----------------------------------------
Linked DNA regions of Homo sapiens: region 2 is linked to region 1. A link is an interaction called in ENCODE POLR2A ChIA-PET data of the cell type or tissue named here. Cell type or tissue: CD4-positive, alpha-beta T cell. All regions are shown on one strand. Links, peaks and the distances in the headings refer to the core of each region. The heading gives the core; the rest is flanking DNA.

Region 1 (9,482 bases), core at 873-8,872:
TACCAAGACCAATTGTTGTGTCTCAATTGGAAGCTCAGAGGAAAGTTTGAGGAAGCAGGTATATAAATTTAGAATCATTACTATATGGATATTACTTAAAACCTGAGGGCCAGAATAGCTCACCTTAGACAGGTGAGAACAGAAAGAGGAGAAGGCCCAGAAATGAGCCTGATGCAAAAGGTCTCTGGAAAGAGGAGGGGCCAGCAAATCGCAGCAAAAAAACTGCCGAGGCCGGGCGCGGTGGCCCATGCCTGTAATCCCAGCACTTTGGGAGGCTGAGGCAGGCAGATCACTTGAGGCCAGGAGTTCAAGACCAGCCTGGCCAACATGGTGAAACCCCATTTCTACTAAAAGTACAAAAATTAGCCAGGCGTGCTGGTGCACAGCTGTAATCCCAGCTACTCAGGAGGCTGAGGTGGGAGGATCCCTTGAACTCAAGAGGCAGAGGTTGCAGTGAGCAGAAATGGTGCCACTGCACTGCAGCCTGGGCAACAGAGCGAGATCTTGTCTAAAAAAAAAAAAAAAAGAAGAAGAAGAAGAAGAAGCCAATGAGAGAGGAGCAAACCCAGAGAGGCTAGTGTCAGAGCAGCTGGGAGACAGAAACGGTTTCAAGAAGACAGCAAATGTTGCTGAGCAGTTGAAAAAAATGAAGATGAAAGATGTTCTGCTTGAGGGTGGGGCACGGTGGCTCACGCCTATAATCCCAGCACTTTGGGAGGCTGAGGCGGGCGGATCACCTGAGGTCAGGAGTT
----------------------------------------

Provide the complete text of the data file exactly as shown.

Linked DNA regions of Homo sapiens: region 2 is linked to region 1. A link is an interaction called in ENCODE POLR2A ChIA-PET data of the cell type or tissue named here. Cell type or tissue: CD4-positive, alpha-beta T cell. All regions are shown on one strand. Links, peaks and the distances in the headings refer to the core of each region. The heading gives the core; the rest is flanking DNA.

Region 1 (9,482 bases), core at 873-8,872:
TACCAAGACCAATTGTTGTGTCTCAATTGGAAGCTCAGAGGAAAGTTTGAGGAAGCAGGTATATAAATTTAGAATCATTACTATATGGATATTACTTAAAACCTGAGGGCCAGAATAGCTCACCTTAGACAGGTGAGAACAGAAAGAGGAGAAGGCCCAGAAATGAGCCTGATGCAAAAGGTCTCTGGAAAGAGGAGGGGCCAGCAAATCGCAGCAAAAAAACTGCCGAGGCCGGGCGCGGTGGCCCATGCCTGTAATCCCAGCACTTTGGGAGGCTGAGGCAGGCAGATCACTTGAGGCCAGGAGTTCAAGACCAGCCTGGCCAACATGGTGAAACCCCATTTCTACTAAAAGTACAAAAATTAGCCAGGCGTGCTGGTGCACAGCTGTAATCCCAGCTACTCAGGAGGCTGAGGTGGGAGGATCCCTTGAACTCAAGAGGCAGAGGTTGCAGTGAGCAGAAATGGTGCCACTGCACTGCAGCCTGGGCAACAGAGCGAGATCTTGTCTAAAAAAAAAAAAAAAAGAAGAAGAAGAAGAAGAAGCCAATGAGAGAGGAGCAAACCCAGAGAGGCTAGTGTCAGAGCAGCTGGGAGACAGAAACGGTTTCAAGAAGACAGCAAATGTTGCTGAGCAGTTGAAAAAAATGAAGATGAAAGATGTTCTGCTTGAGGGTGGGGCACGGTGGCTCACGCCTATAATCCCAGCACTTTGGGAGGCTGAGGCGGGCGGATCACCTGAGGTCAGGAGTT